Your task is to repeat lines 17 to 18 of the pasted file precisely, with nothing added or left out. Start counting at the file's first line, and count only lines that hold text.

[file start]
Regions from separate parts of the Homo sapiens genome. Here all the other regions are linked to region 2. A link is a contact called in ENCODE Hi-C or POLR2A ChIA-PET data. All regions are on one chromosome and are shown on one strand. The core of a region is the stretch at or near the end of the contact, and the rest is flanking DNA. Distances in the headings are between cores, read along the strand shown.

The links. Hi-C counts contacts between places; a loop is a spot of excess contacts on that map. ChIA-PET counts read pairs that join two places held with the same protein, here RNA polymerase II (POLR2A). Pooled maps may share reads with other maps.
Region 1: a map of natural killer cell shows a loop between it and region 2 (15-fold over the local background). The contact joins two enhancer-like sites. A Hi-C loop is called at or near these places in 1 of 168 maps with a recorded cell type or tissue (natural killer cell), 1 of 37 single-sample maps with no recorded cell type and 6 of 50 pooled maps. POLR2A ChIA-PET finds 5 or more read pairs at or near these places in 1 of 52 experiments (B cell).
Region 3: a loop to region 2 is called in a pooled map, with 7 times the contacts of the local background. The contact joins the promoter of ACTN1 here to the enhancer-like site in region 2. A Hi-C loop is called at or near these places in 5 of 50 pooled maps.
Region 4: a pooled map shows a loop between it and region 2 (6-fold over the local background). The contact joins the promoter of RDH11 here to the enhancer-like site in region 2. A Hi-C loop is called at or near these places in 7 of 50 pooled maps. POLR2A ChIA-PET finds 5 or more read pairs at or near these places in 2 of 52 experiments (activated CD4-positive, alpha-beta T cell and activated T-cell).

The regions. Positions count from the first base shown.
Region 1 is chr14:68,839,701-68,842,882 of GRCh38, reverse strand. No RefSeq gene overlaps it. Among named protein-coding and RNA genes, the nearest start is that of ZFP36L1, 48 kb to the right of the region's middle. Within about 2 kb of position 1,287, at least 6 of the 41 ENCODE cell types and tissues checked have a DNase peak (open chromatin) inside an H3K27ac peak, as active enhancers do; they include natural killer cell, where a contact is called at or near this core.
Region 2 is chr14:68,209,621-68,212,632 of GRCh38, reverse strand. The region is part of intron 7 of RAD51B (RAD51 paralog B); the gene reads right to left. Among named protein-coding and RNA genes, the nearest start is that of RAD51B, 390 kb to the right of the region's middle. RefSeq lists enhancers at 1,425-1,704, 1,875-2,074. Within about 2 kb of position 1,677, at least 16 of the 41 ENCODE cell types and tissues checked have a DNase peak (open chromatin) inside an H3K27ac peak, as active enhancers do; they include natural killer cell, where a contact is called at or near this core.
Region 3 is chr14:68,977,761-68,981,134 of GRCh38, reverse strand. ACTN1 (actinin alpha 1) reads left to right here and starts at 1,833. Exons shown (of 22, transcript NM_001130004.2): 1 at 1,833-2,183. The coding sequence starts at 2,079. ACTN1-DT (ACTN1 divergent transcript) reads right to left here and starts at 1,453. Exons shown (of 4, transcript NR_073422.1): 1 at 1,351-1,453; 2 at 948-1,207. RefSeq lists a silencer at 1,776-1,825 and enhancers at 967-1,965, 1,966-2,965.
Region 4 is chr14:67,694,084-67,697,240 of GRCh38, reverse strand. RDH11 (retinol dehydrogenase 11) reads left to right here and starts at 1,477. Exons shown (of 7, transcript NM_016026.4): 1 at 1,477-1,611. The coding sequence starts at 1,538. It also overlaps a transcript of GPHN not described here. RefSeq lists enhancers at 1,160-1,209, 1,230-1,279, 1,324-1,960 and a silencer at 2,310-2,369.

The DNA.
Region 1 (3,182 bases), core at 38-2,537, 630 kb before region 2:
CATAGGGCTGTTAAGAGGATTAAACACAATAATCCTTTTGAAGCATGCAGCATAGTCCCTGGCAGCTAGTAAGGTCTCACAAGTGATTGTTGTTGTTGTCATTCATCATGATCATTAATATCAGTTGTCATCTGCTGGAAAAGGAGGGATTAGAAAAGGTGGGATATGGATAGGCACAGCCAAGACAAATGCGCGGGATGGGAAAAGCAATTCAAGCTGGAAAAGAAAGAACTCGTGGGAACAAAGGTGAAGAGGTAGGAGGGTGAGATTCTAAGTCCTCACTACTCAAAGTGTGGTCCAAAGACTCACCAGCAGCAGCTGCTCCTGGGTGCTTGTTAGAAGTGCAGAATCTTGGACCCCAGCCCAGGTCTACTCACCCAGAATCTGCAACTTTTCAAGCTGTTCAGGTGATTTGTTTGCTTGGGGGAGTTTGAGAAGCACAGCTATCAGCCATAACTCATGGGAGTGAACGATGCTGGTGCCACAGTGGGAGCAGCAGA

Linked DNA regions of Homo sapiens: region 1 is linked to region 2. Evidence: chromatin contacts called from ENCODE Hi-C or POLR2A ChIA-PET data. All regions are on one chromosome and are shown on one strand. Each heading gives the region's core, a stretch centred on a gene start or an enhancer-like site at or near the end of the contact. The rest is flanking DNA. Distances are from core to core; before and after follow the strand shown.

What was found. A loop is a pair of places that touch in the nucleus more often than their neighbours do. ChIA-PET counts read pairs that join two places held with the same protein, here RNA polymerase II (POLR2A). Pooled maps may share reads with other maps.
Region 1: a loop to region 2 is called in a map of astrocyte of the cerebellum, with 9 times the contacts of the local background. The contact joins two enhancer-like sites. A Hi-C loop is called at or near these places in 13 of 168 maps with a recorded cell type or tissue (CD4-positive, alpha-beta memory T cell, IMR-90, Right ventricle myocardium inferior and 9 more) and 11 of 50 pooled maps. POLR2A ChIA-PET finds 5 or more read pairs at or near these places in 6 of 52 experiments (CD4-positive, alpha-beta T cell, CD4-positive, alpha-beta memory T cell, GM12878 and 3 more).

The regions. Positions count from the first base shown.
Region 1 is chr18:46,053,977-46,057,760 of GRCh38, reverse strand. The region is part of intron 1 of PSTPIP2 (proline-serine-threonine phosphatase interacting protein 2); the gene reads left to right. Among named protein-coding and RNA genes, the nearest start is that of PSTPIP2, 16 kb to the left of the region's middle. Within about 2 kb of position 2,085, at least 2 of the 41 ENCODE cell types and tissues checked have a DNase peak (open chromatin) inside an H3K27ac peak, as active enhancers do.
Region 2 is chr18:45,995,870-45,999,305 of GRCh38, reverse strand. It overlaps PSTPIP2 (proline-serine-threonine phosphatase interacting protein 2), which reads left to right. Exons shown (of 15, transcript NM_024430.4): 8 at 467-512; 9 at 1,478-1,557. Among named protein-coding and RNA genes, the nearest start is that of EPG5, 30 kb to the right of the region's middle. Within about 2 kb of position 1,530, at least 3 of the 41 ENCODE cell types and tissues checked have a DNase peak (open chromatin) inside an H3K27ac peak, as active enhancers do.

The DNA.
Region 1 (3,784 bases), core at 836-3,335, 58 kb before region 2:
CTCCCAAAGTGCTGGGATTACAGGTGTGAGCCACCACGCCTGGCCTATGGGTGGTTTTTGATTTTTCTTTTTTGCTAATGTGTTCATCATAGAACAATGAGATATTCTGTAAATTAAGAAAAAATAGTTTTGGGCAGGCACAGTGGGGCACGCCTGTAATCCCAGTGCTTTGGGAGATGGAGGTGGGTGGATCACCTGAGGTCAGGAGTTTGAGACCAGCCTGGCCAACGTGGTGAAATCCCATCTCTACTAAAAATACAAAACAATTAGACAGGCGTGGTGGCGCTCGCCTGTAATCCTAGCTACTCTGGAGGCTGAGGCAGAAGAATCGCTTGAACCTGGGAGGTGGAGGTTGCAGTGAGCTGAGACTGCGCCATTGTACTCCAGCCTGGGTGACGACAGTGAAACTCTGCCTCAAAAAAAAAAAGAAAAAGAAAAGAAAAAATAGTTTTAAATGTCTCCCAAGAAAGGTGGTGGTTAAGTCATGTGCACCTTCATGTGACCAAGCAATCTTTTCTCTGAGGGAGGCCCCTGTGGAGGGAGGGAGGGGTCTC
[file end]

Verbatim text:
The regions. Positions count from the first base shown.
Region 1 is chr18:46,053,977-46,057,760 of GRCh38, reverse strand. The region is part of intron 1 of PSTPIP2 (proline-serine-threonine phosphatase interacting protein 2); the gene reads left to right. Among named protein-coding and RNA genes, the nearest start is that of PSTPIP2, 16 kb to the left of the region's middle. Within about 2 kb of position 2,085, at least 2 of the 41 ENCODE cell types and tissues checked have a DNase peak (open chromatin) inside an H3K27ac peak, as active enhancers do.